| Schiele, Egon Biography
Austrian Expressionist painter, draftsman, and printmaker noted for the eroticism of his figurative works.
Schiele's work helped define an Austrian version of expressionism, an art movement that had recently gained hold in Germany. Expressionism advocated distortion or exaggeration to express a personal or emotional vision. Schiele's interest in expressionism was inspired by the work of Dutch artist Vincent van Gogh, French artist Paul Gauguin, and the German expressionist group Der Blaue Reiter (The Blue Rider), with whom he exhibited briefly in 1912.
Born in Tullin, near Vienna, Egon Schiele was accepted to Vienna's Academy of Fine Arts at the age of 16. In 1907 Egon Schiele became a close friend and admirer of Austrian artist Gustav Klimt. Egon Schiele's early work emulated Klimt's elegantly ornamental art nouveau style. Although this influence remained evident in the decorative patterns with which Egon Schiele depicted clothing and landscapes, Schiele soon developed his own more expressive style of distorted outlines. In 1909 Schiele led a small group of students who sought creative freedom from the Academy and formed the Neukunstgruppe (New Art Group). That same year Egon Schiele showed several oil paintings at Vienna's International Art Exhibition of 1909, at the age of just 19.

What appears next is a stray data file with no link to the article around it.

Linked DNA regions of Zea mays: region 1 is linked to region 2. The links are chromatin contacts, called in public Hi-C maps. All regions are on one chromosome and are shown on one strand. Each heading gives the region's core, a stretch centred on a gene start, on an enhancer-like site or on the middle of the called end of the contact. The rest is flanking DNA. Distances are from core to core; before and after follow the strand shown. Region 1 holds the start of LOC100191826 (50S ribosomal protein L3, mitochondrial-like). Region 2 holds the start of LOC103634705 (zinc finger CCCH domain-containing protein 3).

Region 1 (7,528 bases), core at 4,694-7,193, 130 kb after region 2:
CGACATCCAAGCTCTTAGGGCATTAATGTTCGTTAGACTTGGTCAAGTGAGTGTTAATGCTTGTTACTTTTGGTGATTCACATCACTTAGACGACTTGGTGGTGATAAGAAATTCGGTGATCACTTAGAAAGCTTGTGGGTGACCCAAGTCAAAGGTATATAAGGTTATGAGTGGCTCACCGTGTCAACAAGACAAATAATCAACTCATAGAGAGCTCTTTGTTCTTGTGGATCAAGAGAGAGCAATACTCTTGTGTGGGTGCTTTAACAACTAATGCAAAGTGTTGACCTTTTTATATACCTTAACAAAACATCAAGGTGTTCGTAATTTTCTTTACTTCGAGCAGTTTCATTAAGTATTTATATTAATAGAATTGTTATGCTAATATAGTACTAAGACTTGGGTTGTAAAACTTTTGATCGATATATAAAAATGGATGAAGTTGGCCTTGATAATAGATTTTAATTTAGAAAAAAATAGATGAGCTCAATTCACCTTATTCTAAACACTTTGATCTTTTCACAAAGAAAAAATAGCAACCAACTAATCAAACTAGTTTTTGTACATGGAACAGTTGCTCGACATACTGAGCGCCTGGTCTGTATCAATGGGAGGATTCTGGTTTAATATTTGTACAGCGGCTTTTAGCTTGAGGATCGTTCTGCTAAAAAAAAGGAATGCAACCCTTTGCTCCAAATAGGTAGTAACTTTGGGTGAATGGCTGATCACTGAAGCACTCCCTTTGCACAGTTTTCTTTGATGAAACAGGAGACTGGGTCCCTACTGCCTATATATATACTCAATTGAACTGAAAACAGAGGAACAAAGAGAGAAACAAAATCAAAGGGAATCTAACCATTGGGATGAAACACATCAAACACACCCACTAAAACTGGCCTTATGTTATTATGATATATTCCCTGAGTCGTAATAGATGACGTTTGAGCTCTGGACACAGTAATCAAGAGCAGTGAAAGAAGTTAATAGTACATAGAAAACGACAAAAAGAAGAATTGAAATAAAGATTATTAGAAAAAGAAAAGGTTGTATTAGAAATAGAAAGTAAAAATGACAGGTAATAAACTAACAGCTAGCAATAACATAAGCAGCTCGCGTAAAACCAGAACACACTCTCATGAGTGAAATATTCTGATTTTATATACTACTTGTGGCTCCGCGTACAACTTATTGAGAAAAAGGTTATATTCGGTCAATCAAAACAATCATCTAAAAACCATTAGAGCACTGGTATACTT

In 1911 Egon Schiele moved to the town of Krumau where he painted self-portraits, nudes, and landscapes. Local residents objected to the sexuality of his drawings, and after only three months he moved to Neulengbach, near Vienna. Schiele's disturbingly erotic works and use of very young girls for models led to his arrest and brief imprisonment in 1912 for corruption of minors.
Important works include The Self Seer (1911), The Cardinal and Nun (1912), and Embrace (1917). His landscapes exhibit the same febrile quality of colour and line.
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